Even amid the mismatched block of rickety row-houses and beat-up cottages that flank Richmond Street West near Bathurst, there’s one building that still looks out of place. More shed than house, its windowless two-storey shroud of drab steel siding faces a concrete front yard pockmarked with crotch-level weeds.
“This is all how I bought it,” says Gary Duke, stepping inside carefully. At the entranceway, he points through a rotting wall to the dark-blue stucco of the house next door. “Kinda like this.” Duke, whose family has owned Duke’s Cycle on Queen Street West for nearly a century, paid $180,000 back in 2000 for what was then an air-conditioning repair workshop used by two brothers, one of whom lived upstairs. The place looks like it’s been abandoned for a half-century: Patchwork sheets of plywood cover the whole interior front wall, the frames of boarded-up windows that once overlooked a back alley bend at horror-movie angles, and you can’t step anywhere without something crunching underfoot. The brothers left behind their guardian’s ashes in a gold tin above one doorframe. On the second floor, there’s a single, nickel-sized peep-hole through which you can peer out.
In-the-know neighbours have long whispered that Duke owned the building and assumed that he must have been storing bikes there. While Duke’s name is on the title, Nikolau Restaurant Equipment, the kitchen-supply store a few doors down from Duke’s Cycle, had rented it from him until recently. Before they started moving out in July, the building had been filled with rows of shelving piled high with plates and bowls and glasses. Employees could walk across the alley from the store’s rear entrance to grab items, explains Larry Solakis, co-owner of Nikolau’s. “Anything we had in there was waterproof and everything-else-proof,” he says. It had to be: Rats, raccoons, and skunks took turns colonizing the property, according to Duke.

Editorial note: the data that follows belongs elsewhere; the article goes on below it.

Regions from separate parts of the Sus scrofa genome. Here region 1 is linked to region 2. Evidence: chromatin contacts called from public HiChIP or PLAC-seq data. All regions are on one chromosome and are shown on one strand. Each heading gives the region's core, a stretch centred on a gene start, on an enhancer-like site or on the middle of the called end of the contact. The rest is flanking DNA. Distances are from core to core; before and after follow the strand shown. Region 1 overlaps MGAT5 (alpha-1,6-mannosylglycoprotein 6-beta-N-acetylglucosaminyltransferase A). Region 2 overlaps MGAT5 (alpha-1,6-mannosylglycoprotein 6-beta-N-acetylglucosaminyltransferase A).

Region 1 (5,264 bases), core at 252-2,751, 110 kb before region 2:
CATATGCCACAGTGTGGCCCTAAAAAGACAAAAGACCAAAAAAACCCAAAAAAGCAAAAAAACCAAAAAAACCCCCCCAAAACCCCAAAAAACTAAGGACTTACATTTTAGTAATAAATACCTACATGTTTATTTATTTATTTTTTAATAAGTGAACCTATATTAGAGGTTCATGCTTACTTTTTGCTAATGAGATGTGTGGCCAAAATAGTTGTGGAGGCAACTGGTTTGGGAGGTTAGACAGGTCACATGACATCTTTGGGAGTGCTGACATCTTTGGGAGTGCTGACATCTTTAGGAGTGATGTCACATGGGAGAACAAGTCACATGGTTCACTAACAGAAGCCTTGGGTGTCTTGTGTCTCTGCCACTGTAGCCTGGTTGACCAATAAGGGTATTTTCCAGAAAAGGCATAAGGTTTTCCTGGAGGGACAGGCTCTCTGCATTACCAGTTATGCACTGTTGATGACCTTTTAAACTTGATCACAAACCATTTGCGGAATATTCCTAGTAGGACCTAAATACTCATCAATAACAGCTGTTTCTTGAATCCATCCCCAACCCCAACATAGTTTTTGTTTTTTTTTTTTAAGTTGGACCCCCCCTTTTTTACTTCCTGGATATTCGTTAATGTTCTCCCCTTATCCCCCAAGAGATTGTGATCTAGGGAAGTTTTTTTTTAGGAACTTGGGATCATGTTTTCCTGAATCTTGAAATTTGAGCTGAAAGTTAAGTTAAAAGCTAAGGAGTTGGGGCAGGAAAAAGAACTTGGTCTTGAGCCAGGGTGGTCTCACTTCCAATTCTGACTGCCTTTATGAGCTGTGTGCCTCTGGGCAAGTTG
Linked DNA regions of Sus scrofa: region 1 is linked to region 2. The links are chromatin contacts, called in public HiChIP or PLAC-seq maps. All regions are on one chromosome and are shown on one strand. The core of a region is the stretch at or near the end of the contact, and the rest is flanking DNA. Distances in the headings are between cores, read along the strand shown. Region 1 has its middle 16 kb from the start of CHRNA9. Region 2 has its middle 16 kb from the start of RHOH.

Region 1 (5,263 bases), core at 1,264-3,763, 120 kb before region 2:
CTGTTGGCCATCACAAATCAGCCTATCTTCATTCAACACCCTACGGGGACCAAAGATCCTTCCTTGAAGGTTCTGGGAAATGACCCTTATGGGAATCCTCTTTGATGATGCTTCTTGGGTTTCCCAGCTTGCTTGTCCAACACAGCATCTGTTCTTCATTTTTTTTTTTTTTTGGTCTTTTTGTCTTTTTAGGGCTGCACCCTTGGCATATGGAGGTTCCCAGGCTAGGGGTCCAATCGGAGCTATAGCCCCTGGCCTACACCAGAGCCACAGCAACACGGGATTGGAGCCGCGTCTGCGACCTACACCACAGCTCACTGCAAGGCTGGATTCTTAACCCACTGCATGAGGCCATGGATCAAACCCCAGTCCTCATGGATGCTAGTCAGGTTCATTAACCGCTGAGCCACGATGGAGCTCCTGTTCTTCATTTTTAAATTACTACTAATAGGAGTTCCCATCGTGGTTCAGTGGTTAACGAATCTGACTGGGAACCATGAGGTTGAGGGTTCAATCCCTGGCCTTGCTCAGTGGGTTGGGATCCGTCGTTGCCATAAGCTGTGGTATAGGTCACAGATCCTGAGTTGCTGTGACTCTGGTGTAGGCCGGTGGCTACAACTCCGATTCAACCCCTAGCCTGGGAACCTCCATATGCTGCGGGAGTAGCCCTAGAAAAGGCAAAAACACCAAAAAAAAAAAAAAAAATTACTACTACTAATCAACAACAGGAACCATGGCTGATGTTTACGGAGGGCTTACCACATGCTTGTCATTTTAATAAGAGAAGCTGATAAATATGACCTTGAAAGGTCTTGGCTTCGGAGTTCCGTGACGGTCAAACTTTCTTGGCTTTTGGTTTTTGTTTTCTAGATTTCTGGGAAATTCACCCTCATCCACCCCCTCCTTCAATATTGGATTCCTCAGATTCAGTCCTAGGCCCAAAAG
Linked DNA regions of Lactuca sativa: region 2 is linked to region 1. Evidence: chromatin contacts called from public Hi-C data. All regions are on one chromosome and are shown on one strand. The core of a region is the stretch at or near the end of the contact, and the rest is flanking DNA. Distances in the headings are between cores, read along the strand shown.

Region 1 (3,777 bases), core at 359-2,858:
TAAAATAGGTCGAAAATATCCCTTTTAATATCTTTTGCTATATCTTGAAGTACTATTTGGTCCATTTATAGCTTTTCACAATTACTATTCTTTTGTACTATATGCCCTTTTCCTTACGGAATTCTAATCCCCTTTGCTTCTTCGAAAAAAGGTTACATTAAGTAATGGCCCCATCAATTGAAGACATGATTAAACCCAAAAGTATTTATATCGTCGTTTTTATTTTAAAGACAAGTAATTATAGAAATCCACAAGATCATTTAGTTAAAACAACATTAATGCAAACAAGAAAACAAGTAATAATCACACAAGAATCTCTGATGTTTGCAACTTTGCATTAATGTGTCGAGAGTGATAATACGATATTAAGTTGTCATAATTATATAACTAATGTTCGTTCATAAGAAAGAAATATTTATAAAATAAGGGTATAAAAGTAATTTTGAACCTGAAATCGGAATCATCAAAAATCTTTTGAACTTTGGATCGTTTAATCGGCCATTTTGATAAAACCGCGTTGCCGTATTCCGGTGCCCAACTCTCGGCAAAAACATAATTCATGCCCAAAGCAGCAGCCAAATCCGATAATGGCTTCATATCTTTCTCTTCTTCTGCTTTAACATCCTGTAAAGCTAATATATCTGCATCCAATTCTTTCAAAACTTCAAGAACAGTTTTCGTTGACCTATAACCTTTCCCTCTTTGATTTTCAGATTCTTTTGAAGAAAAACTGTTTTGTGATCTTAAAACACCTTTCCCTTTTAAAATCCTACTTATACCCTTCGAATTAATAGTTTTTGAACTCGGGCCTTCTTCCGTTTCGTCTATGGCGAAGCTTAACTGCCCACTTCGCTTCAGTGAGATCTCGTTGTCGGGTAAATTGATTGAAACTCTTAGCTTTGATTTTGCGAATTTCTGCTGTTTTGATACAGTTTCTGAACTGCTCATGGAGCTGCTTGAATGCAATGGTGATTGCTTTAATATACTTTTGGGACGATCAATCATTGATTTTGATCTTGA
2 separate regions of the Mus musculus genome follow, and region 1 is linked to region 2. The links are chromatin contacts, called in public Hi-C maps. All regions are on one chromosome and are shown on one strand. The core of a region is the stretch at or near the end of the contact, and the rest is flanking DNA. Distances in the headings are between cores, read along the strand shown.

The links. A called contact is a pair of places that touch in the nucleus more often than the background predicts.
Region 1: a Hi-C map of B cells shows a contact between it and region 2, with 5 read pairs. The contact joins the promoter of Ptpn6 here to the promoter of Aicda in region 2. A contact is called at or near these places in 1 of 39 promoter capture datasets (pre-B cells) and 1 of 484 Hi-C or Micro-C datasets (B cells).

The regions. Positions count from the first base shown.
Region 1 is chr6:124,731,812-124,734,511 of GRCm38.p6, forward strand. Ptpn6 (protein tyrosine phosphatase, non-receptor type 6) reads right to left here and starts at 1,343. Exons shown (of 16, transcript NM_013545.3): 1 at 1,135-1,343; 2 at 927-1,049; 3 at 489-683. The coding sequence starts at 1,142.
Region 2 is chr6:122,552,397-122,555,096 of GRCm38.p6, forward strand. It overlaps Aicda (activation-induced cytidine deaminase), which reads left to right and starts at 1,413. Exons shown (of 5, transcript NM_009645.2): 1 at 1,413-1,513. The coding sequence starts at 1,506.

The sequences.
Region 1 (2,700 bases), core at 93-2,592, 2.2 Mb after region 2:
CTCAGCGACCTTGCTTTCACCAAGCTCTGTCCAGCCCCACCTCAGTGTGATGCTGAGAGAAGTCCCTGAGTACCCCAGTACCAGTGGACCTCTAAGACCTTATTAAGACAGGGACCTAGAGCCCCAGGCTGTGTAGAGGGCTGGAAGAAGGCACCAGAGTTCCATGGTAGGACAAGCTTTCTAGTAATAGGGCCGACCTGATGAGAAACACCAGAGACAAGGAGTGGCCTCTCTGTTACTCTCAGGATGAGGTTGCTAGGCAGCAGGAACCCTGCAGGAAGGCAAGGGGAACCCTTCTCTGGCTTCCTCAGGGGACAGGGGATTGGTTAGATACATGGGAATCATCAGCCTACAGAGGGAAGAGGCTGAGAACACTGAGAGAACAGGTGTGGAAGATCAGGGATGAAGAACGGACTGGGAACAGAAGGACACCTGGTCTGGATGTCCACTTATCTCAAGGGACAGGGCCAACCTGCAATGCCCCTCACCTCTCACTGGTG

The place is finally empty, and soon enough, 616 Richmond will be gone altogether. It’s been bought by Brad Lamb’s development company for $1.3 million, over seven times what Duke paid for it, and will be demolished along with most of the remaining houses on Richmond to make way for The Harlowe, a planned 14-storey-tall condo building. (Another of the seven houses slated to disappear is the bright-yellow cottage next door at 618 Richmond St. W., which Duke bought in 2001 for $280,000 and has rented out to employees and family members ever since. That one also sold for $1.3 million.)
In the meantime, Solakis says he’s found two large storage units out near Eglinton Avenue and the Don Valley for Nikolau to use. Will he miss 616 Richmond? “Absolutely, absolutely,” says Solakis. “The place is a hell-hole. There’s no doubt about that. But, you know, it was convenient. That’s the main thing.” As for Duke? “I did have a quick sentimental moment the other day,” he admits, “but it quickly passed.”
WHAT THE NEIGHBOURS THINK
We went door-to-door and asked the neighbours what they
thought went on in 616 Richmond. Here are some of their theories:
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